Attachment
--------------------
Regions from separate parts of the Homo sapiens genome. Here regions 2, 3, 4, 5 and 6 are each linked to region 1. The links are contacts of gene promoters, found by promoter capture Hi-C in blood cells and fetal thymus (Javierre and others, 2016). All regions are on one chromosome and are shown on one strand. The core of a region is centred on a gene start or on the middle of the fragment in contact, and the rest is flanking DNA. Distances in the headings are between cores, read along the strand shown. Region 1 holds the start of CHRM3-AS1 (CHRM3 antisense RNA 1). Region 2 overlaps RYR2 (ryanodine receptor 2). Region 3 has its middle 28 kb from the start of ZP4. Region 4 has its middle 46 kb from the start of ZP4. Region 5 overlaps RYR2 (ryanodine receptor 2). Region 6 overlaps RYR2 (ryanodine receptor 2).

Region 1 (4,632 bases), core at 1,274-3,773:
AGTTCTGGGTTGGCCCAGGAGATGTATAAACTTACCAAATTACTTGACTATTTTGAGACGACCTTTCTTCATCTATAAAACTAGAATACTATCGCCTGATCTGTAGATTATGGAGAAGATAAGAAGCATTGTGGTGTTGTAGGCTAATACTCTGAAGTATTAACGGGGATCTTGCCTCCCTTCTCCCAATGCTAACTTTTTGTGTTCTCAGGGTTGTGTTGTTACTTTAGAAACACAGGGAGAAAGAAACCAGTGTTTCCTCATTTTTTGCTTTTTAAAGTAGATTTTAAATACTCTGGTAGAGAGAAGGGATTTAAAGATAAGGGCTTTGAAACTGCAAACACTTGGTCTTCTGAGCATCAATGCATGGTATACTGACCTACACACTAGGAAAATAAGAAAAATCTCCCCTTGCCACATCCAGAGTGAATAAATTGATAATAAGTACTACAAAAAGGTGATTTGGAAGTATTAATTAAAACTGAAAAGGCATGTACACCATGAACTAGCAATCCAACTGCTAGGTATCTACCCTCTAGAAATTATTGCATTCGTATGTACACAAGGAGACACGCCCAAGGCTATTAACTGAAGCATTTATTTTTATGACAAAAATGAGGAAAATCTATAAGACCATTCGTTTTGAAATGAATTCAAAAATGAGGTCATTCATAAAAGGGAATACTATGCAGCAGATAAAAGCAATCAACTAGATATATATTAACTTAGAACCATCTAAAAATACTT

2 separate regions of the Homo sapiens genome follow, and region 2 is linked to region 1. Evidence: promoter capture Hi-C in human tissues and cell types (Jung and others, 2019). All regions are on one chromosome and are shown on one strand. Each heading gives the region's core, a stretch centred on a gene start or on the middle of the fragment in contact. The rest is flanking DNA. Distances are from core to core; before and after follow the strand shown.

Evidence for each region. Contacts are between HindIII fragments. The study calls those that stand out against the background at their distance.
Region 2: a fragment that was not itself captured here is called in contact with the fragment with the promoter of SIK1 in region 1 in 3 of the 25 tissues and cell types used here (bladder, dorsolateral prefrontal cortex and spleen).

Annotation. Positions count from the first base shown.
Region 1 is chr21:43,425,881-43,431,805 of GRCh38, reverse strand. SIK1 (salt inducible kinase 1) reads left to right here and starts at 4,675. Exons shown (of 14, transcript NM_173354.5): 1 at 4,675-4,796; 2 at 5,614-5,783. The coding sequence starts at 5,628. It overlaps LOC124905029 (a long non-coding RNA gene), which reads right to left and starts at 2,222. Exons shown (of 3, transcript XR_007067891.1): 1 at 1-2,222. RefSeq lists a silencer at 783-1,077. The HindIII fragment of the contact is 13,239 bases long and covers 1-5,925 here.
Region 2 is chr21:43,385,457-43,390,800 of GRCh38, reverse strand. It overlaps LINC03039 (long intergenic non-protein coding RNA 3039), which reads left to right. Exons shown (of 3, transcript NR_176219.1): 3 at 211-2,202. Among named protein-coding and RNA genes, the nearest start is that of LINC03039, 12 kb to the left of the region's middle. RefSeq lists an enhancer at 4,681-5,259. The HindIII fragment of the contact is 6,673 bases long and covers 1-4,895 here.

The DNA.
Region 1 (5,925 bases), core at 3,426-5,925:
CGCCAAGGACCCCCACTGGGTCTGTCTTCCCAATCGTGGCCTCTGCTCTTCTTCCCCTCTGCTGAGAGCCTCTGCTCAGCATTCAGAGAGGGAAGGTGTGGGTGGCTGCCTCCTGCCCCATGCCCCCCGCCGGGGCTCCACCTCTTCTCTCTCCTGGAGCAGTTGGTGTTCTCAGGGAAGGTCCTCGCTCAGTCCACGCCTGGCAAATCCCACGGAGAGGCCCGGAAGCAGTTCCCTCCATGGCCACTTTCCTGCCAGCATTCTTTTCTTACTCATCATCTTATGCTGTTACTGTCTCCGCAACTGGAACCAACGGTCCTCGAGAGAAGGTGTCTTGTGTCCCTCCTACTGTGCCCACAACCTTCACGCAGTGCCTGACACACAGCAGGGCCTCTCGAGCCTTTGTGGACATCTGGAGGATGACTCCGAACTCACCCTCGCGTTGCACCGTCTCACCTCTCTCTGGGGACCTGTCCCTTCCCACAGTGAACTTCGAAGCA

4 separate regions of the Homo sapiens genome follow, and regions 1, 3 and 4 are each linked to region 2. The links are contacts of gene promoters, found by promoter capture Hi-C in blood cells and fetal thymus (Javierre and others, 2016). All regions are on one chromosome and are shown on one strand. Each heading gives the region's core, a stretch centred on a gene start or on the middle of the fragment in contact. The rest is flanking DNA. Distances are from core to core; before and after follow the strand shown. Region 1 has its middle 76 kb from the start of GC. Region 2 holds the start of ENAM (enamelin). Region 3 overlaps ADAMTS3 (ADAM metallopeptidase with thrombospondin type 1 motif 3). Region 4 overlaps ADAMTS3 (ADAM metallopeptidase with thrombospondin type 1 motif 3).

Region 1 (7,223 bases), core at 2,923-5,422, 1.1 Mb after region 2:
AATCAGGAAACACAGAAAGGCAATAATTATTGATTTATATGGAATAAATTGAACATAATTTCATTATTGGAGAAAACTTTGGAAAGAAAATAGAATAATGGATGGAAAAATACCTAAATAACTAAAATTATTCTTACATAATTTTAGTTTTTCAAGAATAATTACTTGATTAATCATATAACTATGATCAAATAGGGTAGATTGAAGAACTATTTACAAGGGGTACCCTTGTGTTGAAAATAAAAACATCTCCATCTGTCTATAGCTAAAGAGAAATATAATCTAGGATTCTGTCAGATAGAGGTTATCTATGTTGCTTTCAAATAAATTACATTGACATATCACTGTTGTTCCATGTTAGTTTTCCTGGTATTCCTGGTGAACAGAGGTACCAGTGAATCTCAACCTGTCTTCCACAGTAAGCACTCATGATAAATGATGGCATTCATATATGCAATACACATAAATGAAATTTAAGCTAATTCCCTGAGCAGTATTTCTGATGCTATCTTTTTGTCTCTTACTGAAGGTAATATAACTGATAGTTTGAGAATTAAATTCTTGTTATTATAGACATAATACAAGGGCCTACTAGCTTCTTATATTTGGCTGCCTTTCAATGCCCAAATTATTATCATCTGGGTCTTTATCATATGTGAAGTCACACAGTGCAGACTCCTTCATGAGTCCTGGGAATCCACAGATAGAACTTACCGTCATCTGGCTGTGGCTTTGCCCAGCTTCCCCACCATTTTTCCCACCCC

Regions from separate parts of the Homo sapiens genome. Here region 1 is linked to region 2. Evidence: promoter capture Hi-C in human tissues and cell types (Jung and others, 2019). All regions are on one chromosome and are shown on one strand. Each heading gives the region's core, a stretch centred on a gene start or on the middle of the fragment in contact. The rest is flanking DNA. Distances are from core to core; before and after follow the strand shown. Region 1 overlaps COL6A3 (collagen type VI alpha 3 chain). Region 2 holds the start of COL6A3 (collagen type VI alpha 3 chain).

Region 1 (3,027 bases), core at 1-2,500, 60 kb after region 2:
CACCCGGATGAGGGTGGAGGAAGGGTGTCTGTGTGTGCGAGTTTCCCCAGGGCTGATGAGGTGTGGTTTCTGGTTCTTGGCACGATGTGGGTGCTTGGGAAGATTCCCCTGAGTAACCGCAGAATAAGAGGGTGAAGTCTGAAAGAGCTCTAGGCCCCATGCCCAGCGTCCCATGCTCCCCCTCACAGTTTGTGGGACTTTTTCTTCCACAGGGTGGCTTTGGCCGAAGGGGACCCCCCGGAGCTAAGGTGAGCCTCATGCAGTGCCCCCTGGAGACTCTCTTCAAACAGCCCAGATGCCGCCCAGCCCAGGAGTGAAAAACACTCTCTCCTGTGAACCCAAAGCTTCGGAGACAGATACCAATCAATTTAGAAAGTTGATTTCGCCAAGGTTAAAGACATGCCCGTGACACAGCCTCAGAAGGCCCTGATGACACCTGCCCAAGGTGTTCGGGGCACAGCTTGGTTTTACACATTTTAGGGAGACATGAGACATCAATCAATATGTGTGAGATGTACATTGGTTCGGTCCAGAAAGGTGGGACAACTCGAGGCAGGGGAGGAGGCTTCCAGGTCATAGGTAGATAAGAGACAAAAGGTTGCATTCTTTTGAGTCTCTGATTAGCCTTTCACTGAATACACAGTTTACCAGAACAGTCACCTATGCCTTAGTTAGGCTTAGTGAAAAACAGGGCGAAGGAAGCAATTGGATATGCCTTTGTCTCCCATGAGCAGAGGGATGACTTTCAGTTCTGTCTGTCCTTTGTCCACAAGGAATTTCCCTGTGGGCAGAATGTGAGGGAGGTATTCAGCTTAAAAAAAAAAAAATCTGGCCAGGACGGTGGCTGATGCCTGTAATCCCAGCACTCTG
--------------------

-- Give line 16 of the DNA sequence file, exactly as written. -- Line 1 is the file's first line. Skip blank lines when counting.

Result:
Regions from separate parts of the Homo sapiens genome. Here region 1 is linked to region 2. Evidence: promoter capture Hi-C in human tissues and cell types (Jung and others, 2019). All regions are on one chromosome and are shown on one strand. Each heading gives the region's core, a stretch centred on a gene start or on the middle of the fragment in contact. The rest is flanking DNA. Distances are from core to core; before and after follow the strand shown. Region 1 overlaps COL6A3 (collagen type VI alpha 3 chain). Region 2 holds the start of COL6A3 (collagen type VI alpha 3 chain).